Well there are a couple reasons why you may not want to list this tip in the "Must See" Section: (1) If you dont get to Goa to see it by Feb. you will have to wait another 10 years to do so, (2) the lines are so long that you may never get the chance to body (I never even saw the end of the line...), and (3) its not the most pleasant thing to look at... (after seeing bodies floating in the Ganges in Varanas, I myself really wasnt in the right spirits to go and see this....)
St. Francis Xavier was a Christian missionary who died in China in 1552. His body was then transported to Melaka and later to Goa. For reason deemed a miracle, his body did not decay, which was one of the reasons he was later beautified by the Catholic church.
The old town of Goa puts the body on display every 10 years for the faithful to witness. (it is usually stored in silver casket in the Basilica of Bom Jesus, also in Old Goa...)
This basilica is famous throughout the Roman Catholic world as it contains the tomb and mortal remains of St Francis Xavier, the so-called Apostle of the Indies, who started the Jesuit order in 1534. He arrived in Goa in May 1542 and in 1552 persuaded the viceroy to allow him to plan an embassy to China, a mission that his death cut short. His body was returned to Goa where people declared its preservation to be a miracle. A medical examination was performed in 1556 to establish that the body had not been embalmed. This was carried out by the viceroy's physician who declared that all the internal organs were still intact and that no preservation agents had been used.
Construction of this church began in 1594 and it was completed in 1605. The church is the only one in Old Goa that is not plastered on the outside as the lime plaster was removed in 1950. The facade has elements of Doric, Ionic and Corinthian design and features the Jesuit emblem 'IHS', which is the abbreviation of the words for Jesus the Saviour in Greek.
The interior features a statue of St Francis Xavier to the left of the entrance. There is a huge floor to ceiling altar that takes pride of place. It shows St Ignatius Loyola protecting a tiny figure of the Christ child. To the right of this is the main highlight within the church - the tomb of St Francis Xavier. His body was moved here in 1622 and this marble construction was built in the 1680s. It features four bronze plaques depicting scenes from the saint's life and is surmounted by a cross with two angels.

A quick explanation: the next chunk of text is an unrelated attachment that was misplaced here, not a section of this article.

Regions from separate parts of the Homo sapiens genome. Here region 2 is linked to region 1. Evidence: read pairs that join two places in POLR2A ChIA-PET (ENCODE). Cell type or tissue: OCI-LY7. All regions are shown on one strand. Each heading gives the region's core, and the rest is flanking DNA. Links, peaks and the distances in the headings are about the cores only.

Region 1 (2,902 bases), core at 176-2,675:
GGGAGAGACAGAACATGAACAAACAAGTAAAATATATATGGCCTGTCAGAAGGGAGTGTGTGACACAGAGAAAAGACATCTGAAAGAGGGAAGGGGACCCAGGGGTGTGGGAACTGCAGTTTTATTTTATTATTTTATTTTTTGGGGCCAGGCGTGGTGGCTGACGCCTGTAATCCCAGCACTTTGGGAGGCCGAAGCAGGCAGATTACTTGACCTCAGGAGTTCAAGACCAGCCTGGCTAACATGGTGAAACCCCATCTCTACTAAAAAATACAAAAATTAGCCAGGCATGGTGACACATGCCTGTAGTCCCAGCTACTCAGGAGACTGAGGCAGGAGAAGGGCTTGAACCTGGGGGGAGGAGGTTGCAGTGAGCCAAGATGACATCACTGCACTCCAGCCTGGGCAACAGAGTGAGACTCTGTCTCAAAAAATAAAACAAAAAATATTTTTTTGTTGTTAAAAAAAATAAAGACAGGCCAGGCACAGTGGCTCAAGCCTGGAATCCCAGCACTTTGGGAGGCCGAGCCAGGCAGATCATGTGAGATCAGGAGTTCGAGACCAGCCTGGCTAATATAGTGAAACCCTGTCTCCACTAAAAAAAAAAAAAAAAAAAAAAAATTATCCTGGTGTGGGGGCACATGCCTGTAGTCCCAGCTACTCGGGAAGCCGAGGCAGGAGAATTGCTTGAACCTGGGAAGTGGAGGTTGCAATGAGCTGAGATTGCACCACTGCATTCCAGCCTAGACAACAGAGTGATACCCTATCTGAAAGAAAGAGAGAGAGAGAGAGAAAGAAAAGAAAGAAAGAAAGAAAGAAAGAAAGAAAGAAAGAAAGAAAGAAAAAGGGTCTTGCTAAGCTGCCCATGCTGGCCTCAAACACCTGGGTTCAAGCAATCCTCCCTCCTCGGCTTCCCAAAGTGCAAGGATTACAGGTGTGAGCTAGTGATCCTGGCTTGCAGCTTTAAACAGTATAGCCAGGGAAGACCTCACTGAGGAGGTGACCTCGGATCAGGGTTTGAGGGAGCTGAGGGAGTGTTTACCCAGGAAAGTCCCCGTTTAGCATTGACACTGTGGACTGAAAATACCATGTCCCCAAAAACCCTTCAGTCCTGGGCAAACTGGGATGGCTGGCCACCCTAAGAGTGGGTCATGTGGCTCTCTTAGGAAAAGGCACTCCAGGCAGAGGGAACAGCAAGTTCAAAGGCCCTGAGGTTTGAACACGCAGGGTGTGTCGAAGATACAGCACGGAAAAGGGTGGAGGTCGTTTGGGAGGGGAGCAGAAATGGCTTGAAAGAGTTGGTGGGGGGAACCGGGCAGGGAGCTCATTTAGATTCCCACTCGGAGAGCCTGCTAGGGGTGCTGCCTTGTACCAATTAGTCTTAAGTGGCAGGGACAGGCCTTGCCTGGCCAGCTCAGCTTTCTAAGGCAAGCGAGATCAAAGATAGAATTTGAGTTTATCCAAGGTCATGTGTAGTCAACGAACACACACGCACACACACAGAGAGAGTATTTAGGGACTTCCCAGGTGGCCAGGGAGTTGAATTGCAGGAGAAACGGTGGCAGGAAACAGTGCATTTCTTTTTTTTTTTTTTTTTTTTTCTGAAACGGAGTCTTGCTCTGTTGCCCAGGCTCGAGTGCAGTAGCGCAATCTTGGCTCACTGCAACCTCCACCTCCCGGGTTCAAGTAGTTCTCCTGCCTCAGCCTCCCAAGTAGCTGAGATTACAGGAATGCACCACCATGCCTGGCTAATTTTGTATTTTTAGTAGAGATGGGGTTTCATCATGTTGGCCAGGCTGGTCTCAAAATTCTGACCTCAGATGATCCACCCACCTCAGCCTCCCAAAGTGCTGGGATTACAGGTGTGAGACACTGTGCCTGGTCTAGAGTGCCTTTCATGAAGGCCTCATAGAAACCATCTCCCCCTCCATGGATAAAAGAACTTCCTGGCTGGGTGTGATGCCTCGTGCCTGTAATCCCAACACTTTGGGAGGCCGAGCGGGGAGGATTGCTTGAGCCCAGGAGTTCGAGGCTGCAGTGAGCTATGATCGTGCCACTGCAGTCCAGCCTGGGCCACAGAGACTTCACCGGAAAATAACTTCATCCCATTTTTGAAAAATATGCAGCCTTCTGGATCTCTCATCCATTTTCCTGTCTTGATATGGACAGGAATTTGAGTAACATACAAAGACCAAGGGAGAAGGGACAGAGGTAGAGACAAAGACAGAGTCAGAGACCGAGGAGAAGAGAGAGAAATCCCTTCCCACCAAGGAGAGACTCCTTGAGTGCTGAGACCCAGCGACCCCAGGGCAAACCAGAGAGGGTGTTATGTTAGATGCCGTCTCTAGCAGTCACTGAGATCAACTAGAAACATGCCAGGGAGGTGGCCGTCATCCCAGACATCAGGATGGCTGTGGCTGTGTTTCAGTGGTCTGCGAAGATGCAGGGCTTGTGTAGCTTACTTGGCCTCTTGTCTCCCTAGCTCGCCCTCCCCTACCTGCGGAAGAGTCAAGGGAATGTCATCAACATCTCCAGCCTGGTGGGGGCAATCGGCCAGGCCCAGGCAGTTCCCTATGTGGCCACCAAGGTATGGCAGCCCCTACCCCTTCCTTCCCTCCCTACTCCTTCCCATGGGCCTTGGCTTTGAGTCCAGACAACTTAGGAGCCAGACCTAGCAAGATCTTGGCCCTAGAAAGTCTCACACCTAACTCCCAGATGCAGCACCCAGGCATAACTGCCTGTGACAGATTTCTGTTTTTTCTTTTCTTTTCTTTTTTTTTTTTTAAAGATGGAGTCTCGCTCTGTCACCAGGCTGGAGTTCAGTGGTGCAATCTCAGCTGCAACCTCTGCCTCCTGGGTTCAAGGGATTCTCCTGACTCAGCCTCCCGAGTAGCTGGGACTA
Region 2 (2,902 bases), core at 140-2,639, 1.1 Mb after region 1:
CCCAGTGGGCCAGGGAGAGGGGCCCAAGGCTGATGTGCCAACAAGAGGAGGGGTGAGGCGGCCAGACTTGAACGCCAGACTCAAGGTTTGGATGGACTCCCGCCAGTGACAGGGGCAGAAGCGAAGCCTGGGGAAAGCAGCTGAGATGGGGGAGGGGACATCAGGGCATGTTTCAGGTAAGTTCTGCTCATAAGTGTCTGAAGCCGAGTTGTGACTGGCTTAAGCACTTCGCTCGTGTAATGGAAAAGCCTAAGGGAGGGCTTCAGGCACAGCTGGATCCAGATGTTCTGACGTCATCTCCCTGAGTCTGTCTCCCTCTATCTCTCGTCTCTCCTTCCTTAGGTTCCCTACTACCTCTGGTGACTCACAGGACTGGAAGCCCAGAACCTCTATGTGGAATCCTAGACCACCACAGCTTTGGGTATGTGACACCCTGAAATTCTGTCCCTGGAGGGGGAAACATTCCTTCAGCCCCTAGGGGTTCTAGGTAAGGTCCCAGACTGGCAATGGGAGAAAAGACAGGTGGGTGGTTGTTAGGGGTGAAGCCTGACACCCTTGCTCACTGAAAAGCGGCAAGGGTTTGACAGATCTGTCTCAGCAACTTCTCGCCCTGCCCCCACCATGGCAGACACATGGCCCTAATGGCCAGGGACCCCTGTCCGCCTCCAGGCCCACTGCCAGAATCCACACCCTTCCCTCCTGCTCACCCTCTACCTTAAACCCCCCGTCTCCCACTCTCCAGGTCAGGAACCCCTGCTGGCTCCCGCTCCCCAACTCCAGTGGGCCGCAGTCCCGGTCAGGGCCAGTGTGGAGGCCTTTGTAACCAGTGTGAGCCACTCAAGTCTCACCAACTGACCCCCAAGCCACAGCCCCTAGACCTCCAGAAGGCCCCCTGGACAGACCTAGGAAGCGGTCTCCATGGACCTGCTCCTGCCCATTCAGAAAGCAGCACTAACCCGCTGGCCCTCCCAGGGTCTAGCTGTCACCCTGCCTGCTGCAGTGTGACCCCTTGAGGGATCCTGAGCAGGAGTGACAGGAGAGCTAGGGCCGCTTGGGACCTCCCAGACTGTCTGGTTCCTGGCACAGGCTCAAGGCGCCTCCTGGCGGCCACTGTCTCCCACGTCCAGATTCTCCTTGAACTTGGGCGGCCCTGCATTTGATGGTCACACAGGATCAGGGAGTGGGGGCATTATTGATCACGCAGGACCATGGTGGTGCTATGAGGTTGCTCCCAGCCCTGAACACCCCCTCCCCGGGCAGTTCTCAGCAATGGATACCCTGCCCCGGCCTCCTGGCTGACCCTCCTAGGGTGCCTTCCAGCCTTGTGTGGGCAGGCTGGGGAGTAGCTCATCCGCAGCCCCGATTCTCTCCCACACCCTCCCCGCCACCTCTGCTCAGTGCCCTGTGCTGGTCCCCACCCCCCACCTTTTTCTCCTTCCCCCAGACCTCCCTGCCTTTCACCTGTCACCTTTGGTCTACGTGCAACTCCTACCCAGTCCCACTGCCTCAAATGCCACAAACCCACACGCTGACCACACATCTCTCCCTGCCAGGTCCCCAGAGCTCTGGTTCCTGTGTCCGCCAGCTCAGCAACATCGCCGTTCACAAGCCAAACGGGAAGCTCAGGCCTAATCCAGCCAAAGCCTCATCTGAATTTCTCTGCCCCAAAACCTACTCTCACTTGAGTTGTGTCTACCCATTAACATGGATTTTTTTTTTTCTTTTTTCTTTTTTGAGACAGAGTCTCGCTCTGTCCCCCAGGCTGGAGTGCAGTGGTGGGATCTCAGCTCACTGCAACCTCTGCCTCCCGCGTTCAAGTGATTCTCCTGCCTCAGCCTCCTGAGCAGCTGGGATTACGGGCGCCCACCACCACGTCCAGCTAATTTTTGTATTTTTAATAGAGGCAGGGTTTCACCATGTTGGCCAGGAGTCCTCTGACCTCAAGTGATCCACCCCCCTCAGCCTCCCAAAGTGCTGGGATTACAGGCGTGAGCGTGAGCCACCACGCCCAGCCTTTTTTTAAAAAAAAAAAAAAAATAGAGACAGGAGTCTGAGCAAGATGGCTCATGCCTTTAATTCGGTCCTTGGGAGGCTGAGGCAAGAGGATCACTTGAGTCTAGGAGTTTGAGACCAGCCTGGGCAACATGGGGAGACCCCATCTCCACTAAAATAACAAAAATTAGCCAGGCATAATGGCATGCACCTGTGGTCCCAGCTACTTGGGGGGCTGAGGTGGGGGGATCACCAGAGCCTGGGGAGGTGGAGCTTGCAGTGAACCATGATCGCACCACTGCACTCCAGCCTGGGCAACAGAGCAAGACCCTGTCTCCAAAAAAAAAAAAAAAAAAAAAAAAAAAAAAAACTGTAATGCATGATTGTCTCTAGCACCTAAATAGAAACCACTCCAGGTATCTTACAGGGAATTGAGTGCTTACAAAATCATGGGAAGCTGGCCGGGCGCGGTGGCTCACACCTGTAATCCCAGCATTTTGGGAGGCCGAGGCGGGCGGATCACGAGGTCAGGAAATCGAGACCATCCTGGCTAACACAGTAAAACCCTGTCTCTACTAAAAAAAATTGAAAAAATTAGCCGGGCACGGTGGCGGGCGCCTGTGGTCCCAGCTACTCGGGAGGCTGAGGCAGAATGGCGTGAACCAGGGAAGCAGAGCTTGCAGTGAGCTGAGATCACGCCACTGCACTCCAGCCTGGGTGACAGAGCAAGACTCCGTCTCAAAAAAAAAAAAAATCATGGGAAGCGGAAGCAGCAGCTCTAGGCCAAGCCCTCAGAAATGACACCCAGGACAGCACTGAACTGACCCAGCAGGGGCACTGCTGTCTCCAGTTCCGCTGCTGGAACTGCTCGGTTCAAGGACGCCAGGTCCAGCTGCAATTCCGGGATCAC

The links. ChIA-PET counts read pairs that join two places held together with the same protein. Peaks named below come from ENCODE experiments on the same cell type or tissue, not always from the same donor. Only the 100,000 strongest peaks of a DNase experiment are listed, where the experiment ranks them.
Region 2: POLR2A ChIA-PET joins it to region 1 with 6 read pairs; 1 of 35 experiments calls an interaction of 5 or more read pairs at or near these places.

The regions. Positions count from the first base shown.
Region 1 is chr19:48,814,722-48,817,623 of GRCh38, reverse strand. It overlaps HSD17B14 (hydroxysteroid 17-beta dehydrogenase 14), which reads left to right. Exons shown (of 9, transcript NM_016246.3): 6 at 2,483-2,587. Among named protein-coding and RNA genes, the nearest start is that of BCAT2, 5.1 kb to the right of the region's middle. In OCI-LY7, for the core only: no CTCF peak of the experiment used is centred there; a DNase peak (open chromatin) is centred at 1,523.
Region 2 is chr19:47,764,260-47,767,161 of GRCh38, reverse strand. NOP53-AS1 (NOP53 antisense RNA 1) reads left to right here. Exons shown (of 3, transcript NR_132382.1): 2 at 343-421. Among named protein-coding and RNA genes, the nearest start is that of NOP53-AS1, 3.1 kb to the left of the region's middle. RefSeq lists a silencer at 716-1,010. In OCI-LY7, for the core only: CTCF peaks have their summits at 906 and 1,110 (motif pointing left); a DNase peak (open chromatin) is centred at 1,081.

Well known as the resting place for the remains of St Francis Xavier, the founder of the Jesuit Order.
The church was built between 1594 and 1605.
Many pilgrims (and tourists) come here for a glimpse of St Francis Xavier's body.
Very nice church with lots of wood craft and paintings inside, it's worth the drive.
Inside the church, you will see the Tomb of St Francis Xavier. I heard so much about him, had no clue he migrated to GOA and was burried there.
Old Goa was said once to rival Lisbon as it was so powerful. What remains now are a number of old churches and grand cathedrals. The Basilica of Bom Jesus was my favourite as it was in it's original form - red brick. Inside you will find the mummified remains of Saint Frances Xavier. It was built in 1695. It contains the mortal remains of St. Francis Xavier; a pupil of the soldier-turned-saint, Ignatius Loyola (the founder of the Order of Jesuits).
On the way in you will bombarded by sellers trying by locals trying to sell you flowers and candles in order for you to go inside. Don't be fooled, you do not need these to get in, although we bought some anyway for next to nothing.